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  2. I so enjoy your ability to open up and share some of the most heartfelt content I’ve ever read. Your journey inspires me to do better, live in the now, and appreciate each day. You are a treasure, my friend. I can only imagine the special bond you shared with your beautiful friend. Best to you.

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    • Kind, kind words, Stephanie. Maurya inspired me for half of a century and yes, she still does. I, too, strive to do better for she loved me as I am. And that she could love each of her relationships in that way is the way of equanimity it seems to me. Thank you so much, Stephanie.
      Karen

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    • Yes!!! It is strange…a great word for it for it is like no other, at least for me. That it is happening to you with some frequency has to be difficult. Thank you, Tiramit.
      Karen

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  3. You are an amazing person Karen. Your feelings run deep and are full of sincerity. I am sorry for your loss. There are very few people in our life that really touch us like a close friend. I’ve lost a few. And I think God that we have capability of memory. They are a comfort in those moments when we miss them the most. Love that picture! You find the most beautiful pics whether here or on Facebook. Keep ’em coming! 🙂

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    • Thank you so much, Karen. I think friendships like Maurya mean that we take a little bit of them into every relationship we have. That has been the case with me. I am so glad you enjoy the pictures. I often think they are same old, same old so it’s nice to know. As for Facebook, we can all thank Toni Bernhard. Such kind words, Karen. Thank you, again.
      Karen

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  4. Me again. I just reread Our World, Mary Oliver’s tribute to her partner, the photographer Molly Malone Cook. The After Note reads:
    How often now I just sit, with my
    elbows on the desk and my hands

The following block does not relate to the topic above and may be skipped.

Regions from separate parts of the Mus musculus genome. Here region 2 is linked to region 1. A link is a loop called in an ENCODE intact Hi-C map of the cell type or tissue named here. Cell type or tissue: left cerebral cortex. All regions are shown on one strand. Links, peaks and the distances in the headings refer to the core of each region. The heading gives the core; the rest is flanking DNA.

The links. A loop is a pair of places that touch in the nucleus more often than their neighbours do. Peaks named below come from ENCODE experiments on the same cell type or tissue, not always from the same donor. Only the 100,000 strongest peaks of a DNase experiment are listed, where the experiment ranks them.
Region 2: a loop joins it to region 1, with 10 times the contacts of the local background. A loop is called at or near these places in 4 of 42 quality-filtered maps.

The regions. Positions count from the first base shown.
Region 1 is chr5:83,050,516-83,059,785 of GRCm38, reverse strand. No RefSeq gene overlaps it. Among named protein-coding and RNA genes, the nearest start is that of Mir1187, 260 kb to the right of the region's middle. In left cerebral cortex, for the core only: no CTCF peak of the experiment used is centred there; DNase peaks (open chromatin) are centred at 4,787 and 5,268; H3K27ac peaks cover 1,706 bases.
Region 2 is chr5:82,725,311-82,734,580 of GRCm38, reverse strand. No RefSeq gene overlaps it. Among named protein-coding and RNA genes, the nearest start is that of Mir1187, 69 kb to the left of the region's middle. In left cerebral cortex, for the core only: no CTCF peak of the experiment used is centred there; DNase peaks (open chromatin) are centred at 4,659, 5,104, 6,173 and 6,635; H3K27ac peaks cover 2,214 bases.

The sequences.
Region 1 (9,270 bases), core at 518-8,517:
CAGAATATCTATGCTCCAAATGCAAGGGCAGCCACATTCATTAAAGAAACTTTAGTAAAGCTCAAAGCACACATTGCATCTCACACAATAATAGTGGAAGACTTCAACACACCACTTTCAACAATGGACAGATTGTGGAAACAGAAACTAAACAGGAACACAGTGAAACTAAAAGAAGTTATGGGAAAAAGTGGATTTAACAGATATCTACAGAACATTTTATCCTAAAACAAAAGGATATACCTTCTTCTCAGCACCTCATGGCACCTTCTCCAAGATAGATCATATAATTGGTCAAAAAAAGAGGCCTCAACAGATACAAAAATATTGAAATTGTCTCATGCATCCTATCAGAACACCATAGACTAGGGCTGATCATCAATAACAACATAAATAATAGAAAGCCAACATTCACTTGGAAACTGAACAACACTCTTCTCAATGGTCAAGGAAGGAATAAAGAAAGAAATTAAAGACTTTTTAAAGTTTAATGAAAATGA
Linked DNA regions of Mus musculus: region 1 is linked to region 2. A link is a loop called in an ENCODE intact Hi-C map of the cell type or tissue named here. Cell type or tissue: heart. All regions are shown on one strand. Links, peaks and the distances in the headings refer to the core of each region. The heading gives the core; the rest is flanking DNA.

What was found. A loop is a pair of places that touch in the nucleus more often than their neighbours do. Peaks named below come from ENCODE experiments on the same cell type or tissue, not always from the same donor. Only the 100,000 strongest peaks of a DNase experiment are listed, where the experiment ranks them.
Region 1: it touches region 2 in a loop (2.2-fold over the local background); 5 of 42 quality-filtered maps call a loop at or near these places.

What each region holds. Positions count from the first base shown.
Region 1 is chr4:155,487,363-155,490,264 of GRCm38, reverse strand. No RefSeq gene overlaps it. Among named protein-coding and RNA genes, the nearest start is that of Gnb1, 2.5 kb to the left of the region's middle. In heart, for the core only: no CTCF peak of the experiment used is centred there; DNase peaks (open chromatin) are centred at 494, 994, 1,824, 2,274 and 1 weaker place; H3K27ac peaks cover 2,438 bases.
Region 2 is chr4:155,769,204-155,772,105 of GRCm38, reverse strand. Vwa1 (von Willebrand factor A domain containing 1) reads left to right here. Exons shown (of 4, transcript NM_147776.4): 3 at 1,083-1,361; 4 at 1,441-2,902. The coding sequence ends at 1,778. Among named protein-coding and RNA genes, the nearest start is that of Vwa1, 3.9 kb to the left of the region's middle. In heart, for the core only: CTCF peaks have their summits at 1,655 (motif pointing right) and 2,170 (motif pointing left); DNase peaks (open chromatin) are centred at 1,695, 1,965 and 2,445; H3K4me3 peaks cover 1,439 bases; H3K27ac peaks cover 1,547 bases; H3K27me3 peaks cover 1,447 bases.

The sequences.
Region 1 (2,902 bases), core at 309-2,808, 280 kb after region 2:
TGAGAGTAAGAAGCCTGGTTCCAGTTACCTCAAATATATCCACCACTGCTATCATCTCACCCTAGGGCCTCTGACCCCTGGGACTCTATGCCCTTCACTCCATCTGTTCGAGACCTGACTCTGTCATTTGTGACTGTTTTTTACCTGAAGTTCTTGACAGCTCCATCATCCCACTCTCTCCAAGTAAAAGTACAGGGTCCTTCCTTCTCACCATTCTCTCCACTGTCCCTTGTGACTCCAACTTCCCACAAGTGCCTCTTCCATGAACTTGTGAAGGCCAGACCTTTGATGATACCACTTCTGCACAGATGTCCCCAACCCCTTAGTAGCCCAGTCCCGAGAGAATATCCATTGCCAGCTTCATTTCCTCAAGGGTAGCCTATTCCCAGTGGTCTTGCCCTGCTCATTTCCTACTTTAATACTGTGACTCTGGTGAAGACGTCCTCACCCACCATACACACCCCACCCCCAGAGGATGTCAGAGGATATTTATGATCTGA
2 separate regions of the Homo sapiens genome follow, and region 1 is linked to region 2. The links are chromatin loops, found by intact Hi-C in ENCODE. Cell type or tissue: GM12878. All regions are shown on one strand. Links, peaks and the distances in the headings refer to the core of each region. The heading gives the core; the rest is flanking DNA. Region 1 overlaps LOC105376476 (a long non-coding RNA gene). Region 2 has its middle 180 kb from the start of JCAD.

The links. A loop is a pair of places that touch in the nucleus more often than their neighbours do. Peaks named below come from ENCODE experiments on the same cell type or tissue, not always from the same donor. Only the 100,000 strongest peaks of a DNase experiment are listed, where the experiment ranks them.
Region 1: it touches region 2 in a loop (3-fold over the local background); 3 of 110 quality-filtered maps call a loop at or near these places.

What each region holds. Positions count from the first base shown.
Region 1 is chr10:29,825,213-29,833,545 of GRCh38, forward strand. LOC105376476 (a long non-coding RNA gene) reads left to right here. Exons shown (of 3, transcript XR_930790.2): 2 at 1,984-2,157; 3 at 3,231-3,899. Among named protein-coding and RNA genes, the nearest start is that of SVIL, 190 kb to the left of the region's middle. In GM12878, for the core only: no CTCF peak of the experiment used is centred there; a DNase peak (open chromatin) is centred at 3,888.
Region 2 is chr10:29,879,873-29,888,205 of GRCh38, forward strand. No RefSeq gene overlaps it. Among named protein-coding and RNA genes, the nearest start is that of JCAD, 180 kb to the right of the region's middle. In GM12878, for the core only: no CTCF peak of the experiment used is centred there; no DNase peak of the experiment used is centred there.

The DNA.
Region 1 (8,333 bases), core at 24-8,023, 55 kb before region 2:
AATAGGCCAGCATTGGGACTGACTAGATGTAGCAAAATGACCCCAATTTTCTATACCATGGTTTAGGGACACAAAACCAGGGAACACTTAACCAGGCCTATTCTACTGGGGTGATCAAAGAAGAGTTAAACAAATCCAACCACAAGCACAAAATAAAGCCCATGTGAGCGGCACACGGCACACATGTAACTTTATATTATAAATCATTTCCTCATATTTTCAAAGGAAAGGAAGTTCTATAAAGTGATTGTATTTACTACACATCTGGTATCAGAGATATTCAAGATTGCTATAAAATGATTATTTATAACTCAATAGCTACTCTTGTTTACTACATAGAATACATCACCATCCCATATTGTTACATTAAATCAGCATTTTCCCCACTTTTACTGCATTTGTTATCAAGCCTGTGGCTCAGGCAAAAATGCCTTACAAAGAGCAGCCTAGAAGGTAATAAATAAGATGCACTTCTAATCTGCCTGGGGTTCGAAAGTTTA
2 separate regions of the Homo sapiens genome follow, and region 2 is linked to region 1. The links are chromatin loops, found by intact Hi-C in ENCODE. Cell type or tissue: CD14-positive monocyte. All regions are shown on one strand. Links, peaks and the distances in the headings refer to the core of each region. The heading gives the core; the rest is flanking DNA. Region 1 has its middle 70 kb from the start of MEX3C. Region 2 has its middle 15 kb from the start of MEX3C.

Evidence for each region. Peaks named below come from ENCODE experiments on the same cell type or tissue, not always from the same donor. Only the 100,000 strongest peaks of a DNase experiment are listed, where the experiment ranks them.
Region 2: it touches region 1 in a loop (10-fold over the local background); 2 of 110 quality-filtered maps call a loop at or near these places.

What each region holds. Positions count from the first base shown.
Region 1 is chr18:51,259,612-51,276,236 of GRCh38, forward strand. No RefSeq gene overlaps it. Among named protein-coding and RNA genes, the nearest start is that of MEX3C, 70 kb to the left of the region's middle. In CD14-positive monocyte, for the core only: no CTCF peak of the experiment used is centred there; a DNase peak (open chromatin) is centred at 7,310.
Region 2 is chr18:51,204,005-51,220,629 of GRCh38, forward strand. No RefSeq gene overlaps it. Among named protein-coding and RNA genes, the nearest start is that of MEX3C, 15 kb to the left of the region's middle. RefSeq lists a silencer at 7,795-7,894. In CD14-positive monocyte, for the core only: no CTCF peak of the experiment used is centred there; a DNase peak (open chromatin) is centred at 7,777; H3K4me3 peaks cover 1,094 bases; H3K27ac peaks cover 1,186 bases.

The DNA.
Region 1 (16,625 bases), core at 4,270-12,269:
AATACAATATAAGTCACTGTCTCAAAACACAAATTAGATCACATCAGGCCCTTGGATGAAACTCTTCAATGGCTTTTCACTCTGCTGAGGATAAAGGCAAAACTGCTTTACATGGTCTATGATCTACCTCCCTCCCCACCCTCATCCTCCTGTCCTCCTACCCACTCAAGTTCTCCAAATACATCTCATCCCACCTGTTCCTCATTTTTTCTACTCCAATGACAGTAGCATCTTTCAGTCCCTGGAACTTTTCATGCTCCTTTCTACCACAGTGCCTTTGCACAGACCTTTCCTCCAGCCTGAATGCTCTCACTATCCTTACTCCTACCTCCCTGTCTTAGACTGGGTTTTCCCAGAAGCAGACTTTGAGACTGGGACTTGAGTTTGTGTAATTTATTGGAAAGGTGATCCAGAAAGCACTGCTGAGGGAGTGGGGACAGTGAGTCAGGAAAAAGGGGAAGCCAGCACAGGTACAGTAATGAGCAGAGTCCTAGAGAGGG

holding my face bold and upright,
    and stare into the past.

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  5. Your friend seems alive in your memory of her. And in your memory of her, you honor friends everywhere. Nice. And a reminder–I have some friends I need to make time to see!

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  6. I was going to say something about how I feel like my departed friends are always with me, but I read the “slowdancejournal” post above, and she said everything I was going to say…… but she said it so much articulately than I would have been able to do. Dang, she should have a blog of her own! 🙂

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  7. A beautiful post Karen. I find that I carry those who have gone on. Sometimes they seem particularly near. My father is the one seems to hover especially near, probably because I miss him the most. The veil between life and death seems almost transparent at times, the difference between the two not as sharp and absolute as it seemed when I was a kid. I love it here on this earth but a part of me looks forward to the journey and the next place I will call home.

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    • More and more I find myself looking to what comes next. I do have the sense, from time to time, that Maurya is near but as you say, it is when I am really missing her. I suspect I want her to be close. Thanks, Adrian.
      Karen